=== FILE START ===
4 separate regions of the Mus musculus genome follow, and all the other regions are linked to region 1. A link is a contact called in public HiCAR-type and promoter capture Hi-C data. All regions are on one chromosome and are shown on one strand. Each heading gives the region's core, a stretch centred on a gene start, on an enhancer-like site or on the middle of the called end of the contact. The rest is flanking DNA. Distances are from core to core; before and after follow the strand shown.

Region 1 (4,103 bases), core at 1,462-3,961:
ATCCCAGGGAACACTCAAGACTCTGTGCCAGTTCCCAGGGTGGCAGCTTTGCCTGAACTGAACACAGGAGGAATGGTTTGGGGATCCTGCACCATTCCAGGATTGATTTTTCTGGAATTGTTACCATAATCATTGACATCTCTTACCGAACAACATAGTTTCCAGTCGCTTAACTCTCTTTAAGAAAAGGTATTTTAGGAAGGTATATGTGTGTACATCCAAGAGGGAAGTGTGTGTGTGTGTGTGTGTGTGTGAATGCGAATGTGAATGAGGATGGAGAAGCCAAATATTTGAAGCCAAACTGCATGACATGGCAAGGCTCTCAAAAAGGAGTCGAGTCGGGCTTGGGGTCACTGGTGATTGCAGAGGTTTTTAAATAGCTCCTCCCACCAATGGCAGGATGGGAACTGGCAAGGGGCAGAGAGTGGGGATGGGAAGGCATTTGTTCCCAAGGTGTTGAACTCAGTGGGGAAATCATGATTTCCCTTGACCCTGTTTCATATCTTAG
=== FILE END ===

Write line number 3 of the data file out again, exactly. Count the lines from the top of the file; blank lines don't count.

ATCCCAGGGAACACTCAAGACTCTGTGCCAGTTCCCAGGGTGGCAGCTTTGCCTGAACTGAACACAGGAGGAATGGTTTGGGGATCCTGCACCATTCCAGGATTGATTTTTCTGGAATTGTTACCATAATCATTGACATCTCTTACCGAACAACATAGTTTCCAGTCGCTTAACTCTCTTTAAGAAAAGGTATTTTAGGAAGGTATATGTGTGTACATCCAAGAGGGAAGTGTGTGTGTGTGTGTGTGTGTGTGAATGCGAATGTGAATGAGGATGGAGAAGCCAAATATTTGAAGCCAAACTGCATGACATGGCAAGGCTCTCAAAAAGGAGTCGAGTCGGGCTTGGGGTCACTGGTGATTGCAGAGGTTTTTAAATAGCTCCTCCCACCAATGGCAGGATGGGAACTGGCAAGGGGCAGAGAGTGGGGATGGGAAGGCATTTGTTCCCAAGGTGTTGAACTCAGTGGGGAAATCATGATTTCCCTTGACCCTGTTTCATATCTTAG